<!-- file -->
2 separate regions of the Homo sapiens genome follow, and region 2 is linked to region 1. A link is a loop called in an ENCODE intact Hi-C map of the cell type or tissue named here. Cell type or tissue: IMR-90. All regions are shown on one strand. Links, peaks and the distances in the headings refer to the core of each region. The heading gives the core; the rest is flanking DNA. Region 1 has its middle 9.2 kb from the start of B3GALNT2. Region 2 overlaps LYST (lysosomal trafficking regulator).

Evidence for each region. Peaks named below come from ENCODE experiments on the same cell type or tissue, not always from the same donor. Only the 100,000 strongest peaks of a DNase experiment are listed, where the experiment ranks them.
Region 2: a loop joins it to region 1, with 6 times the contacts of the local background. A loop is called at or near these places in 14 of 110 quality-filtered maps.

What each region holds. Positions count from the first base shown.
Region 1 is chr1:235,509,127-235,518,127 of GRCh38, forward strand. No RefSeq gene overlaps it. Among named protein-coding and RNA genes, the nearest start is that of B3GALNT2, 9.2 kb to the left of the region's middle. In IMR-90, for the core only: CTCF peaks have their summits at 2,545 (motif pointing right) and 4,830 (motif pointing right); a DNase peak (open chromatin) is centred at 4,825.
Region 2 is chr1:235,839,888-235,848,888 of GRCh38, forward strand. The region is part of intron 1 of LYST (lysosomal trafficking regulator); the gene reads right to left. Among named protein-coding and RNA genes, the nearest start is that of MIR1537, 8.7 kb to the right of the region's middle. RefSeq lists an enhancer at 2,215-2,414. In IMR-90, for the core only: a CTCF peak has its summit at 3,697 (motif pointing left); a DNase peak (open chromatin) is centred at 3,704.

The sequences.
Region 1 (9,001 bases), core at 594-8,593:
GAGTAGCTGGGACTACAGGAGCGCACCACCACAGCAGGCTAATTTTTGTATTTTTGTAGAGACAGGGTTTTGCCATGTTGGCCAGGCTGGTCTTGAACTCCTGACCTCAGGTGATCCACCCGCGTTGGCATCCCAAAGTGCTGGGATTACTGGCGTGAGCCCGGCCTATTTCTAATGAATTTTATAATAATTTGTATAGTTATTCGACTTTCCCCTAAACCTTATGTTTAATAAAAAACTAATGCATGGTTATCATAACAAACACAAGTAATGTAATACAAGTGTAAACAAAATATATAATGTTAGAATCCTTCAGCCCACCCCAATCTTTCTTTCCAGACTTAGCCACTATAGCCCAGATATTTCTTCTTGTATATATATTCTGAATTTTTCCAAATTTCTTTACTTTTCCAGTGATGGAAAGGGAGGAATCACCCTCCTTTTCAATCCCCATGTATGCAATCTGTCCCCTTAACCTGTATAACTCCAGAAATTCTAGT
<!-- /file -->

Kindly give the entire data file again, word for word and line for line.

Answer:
2 separate regions of the Homo sapiens genome follow, and region 2 is linked to region 1. A link is a loop called in an ENCODE intact Hi-C map of the cell type or tissue named here. Cell type or tissue: IMR-90. All regions are shown on one strand. Links, peaks and the distances in the headings refer to the core of each region. The heading gives the core; the rest is flanking DNA. Region 1 has its middle 9.2 kb from the start of B3GALNT2. Region 2 overlaps LYST (lysosomal trafficking regulator).

Evidence for each region. Peaks named below come from ENCODE experiments on the same cell type or tissue, not always from the same donor. Only the 100,000 strongest peaks of a DNase experiment are listed, where the experiment ranks them.
Region 2: a loop joins it to region 1, with 6 times the contacts of the local background. A loop is called at or near these places in 14 of 110 quality-filtered maps.

What each region holds. Positions count from the first base shown.
Region 1 is chr1:235,509,127-235,518,127 of GRCh38, forward strand. No RefSeq gene overlaps it. Among named protein-coding and RNA genes, the nearest start is that of B3GALNT2, 9.2 kb to the left of the region's middle. In IMR-90, for the core only: CTCF peaks have their summits at 2,545 (motif pointing right) and 4,830 (motif pointing right); a DNase peak (open chromatin) is centred at 4,825.
Region 2 is chr1:235,839,888-235,848,888 of GRCh38, forward strand. The region is part of intron 1 of LYST (lysosomal trafficking regulator); the gene reads right to left. Among named protein-coding and RNA genes, the nearest start is that of MIR1537, 8.7 kb to the right of the region's middle. RefSeq lists an enhancer at 2,215-2,414. In IMR-90, for the core only: a CTCF peak has its summit at 3,697 (motif pointing left); a DNase peak (open chromatin) is centred at 3,704.

The sequences.
Region 1 (9,001 bases), core at 594-8,593:
GAGTAGCTGGGACTACAGGAGCGCACCACCACAGCAGGCTAATTTTTGTATTTTTGTAGAGACAGGGTTTTGCCATGTTGGCCAGGCTGGTCTTGAACTCCTGACCTCAGGTGATCCACCCGCGTTGGCATCCCAAAGTGCTGGGATTACTGGCGTGAGCCCGGCCTATTTCTAATGAATTTTATAATAATTTGTATAGTTATTCGACTTTCCCCTAAACCTTATGTTTAATAAAAAACTAATGCATGGTTATCATAACAAACACAAGTAATGTAATACAAGTGTAAACAAAATATATAATGTTAGAATCCTTCAGCCCACCCCAATCTTTCTTTCCAGACTTAGCCACTATAGCCCAGATATTTCTTCTTGTATATATATTCTGAATTTTTCCAAATTTCTTTACTTTTCCAGTGATGGAAAGGGAGGAATCACCCTCCTTTTCAATCCCCATGTATGCAATCTGTCCCCTTAACCTGTATAACTCCAGAAATTCTAGT